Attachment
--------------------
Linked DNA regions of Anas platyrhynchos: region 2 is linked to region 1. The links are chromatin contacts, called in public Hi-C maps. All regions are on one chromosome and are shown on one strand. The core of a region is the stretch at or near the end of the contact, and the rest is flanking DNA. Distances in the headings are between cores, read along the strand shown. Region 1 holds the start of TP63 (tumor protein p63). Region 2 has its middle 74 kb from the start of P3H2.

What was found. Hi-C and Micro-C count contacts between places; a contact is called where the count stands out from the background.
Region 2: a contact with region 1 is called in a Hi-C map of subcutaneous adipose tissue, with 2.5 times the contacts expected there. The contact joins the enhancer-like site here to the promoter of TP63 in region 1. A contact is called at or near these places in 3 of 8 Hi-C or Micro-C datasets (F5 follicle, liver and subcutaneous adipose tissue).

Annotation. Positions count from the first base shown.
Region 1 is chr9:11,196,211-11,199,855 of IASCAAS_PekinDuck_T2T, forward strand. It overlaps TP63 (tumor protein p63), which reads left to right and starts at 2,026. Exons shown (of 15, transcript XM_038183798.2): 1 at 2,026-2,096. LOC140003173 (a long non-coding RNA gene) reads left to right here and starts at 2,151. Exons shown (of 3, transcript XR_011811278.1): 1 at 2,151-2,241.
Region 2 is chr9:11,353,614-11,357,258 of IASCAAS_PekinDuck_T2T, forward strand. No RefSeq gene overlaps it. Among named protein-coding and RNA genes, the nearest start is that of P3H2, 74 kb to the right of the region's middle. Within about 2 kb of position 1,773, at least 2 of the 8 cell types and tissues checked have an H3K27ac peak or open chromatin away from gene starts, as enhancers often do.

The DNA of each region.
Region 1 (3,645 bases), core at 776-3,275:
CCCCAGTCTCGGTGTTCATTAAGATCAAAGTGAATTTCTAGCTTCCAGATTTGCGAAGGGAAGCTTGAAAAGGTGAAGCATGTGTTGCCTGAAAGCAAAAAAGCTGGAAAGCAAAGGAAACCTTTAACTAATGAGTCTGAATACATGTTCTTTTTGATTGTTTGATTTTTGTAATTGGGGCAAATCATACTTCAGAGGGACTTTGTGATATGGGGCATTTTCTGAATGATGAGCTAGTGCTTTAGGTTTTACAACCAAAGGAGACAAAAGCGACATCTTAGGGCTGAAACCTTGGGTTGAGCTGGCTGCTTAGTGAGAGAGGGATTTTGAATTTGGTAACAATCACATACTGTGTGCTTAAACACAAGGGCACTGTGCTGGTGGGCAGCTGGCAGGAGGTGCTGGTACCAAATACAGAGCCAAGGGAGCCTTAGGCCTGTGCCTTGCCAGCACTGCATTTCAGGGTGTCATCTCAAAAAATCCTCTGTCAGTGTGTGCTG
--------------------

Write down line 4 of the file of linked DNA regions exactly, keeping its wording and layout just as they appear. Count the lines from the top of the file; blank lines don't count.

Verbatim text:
Annotation. Positions count from the first base shown.